Alienated Voters and Anti-Elitist Parties: The Mobilization of the Unheard Voices

This paper will be presented at the 2016 ECPR Joint Sessions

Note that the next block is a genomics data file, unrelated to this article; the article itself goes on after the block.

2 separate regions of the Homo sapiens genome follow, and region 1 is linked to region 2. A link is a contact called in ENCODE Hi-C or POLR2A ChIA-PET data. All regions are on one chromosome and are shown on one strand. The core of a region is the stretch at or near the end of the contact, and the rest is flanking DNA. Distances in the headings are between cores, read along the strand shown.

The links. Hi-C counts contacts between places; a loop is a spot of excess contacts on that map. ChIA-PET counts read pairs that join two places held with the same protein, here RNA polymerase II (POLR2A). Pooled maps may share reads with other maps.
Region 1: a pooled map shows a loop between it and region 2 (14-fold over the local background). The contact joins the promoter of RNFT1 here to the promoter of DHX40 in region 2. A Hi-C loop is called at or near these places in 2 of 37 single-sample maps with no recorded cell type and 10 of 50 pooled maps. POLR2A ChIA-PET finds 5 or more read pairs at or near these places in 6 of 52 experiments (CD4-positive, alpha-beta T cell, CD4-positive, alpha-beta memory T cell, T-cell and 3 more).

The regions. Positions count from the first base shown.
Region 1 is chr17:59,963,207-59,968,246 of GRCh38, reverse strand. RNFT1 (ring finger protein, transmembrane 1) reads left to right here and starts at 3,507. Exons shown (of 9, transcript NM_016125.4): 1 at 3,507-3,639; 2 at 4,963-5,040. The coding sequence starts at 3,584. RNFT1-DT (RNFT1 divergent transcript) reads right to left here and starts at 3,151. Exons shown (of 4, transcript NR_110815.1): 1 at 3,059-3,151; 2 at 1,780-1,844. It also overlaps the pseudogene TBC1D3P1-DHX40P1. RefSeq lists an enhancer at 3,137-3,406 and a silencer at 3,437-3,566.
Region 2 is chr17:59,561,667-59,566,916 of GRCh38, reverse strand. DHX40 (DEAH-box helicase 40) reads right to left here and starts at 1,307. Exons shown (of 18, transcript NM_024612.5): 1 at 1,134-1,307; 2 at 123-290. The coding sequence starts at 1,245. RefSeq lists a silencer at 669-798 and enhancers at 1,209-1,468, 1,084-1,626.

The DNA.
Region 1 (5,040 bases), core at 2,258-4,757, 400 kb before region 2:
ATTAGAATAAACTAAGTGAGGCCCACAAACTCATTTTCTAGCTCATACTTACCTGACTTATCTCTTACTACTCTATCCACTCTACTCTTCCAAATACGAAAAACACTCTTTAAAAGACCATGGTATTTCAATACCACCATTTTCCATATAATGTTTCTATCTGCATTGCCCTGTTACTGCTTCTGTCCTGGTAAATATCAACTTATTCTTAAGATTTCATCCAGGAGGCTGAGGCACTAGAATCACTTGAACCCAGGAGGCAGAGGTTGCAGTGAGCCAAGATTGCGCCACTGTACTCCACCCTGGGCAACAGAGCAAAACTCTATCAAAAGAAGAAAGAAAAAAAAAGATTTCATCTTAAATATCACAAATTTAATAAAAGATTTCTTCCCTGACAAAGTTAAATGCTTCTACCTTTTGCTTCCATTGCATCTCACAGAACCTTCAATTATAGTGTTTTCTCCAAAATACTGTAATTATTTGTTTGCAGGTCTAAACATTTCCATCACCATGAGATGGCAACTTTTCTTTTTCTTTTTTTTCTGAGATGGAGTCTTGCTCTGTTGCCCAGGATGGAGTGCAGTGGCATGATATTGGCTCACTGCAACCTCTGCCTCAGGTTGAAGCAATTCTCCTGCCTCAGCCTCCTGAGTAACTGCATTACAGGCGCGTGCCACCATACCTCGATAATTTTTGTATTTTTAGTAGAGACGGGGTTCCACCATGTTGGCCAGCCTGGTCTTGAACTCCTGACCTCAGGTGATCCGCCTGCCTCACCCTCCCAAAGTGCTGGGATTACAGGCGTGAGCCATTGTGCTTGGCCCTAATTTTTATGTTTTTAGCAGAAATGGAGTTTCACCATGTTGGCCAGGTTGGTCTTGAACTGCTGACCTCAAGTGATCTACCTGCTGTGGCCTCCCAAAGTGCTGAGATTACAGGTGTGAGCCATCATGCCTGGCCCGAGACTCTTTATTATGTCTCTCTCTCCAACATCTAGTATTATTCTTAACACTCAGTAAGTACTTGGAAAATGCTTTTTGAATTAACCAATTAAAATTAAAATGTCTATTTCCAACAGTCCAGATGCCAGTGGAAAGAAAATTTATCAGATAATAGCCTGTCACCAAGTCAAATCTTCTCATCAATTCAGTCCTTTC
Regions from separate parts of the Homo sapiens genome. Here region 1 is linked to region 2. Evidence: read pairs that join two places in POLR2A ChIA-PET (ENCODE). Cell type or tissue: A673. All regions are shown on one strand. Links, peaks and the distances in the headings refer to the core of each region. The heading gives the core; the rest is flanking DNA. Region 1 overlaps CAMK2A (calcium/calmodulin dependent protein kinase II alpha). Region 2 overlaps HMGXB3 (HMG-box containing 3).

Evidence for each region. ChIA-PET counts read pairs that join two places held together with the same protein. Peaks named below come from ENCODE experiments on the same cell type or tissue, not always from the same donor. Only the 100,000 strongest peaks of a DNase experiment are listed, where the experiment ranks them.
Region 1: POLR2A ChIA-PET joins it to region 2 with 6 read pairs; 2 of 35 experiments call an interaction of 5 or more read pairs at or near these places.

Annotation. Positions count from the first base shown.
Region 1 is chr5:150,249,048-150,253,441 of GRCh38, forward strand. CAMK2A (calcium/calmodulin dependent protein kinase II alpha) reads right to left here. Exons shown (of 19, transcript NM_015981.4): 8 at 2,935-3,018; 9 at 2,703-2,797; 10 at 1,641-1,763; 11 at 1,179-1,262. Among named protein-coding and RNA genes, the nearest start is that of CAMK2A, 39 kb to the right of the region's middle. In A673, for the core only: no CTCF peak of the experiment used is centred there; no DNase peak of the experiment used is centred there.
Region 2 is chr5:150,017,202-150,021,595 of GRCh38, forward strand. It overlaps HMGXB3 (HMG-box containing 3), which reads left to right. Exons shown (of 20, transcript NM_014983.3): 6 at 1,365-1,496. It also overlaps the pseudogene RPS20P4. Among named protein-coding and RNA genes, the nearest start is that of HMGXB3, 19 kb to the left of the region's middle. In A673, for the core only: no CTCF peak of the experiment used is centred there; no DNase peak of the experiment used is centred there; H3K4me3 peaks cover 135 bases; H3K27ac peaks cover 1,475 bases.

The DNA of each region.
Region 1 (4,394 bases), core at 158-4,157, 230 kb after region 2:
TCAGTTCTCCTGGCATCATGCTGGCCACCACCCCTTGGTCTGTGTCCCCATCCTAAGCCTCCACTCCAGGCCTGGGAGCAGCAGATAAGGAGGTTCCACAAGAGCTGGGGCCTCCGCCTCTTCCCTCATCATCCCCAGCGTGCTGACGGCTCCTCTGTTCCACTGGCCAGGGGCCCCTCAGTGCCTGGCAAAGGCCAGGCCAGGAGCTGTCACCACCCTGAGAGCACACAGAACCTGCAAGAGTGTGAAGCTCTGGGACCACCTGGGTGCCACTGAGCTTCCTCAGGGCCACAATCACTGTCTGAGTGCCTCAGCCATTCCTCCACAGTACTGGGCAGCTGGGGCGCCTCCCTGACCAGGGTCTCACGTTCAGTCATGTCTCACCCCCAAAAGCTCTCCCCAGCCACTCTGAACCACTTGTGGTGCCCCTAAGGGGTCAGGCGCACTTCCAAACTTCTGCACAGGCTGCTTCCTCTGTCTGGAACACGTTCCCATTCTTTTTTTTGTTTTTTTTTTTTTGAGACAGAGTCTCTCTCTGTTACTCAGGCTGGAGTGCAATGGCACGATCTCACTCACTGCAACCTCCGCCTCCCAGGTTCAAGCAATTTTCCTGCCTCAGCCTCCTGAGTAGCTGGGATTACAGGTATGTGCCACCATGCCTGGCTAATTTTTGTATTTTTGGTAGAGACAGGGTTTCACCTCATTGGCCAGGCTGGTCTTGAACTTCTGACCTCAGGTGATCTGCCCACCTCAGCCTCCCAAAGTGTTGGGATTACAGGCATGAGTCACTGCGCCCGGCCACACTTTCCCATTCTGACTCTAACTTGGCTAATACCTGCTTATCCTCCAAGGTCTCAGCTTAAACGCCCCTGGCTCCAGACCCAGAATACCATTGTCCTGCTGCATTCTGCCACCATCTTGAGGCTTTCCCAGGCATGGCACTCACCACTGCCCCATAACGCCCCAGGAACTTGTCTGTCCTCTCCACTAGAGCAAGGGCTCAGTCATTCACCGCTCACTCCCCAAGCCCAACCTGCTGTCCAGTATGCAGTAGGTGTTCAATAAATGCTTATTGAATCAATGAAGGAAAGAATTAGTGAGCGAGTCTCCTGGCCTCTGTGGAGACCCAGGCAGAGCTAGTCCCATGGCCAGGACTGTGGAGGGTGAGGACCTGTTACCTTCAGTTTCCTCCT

Anti-elitism has been considered one of the defining traits of populist parties. The claim that the people have been betrayed by an unresponsive set of institutions dominated by detached political elites lies at the core of the populist rhetoric. As a consequence, populist voting has been frequently considered a means for citizens to express discontent with the ruling elites. It is therefore not surprising to find numerous studies analyzing the relationship between generic attitudes, such as dissatisfaction with democracy or distrust in political institutions, and the vote for populist parties. In this paper, however, we focus on a more specific attitudinal orientation, namely, on external political efficacy, which directly captures individuals’ beliefs about the responsiveness of governmental authorities and institutions to common people’s demands. Moreover, we focus on a particular element of populism: the anti-elite rhetoric. We combine new data on parties’ degree of anti-elitism (from 2014 CHES) with a set of indicators (included in ESS-7) designed to capture citizens’ external efficacy to analyze whether inefficacious citizens are more likely to vote for anti-elitist parties. However, our interest goes beyond establishing a simple association between efficacy and anti-elite voting. We further explore how party systems are configured along the anti-elite and left-right axes, and whether the ideological position of anti-elite parties intervenes in the association between external efficacy and anti-elite voting. Moreover, we conduct an explorative multilevel analysis in which we explicitly account for the moderating role of the partisan supply. Our results suggest that the degree to which parties adopt an anti-elite discourse in the two ideological blocs moderates the extent to which anti-elite parties can mobilize externally inefficacious citizens.

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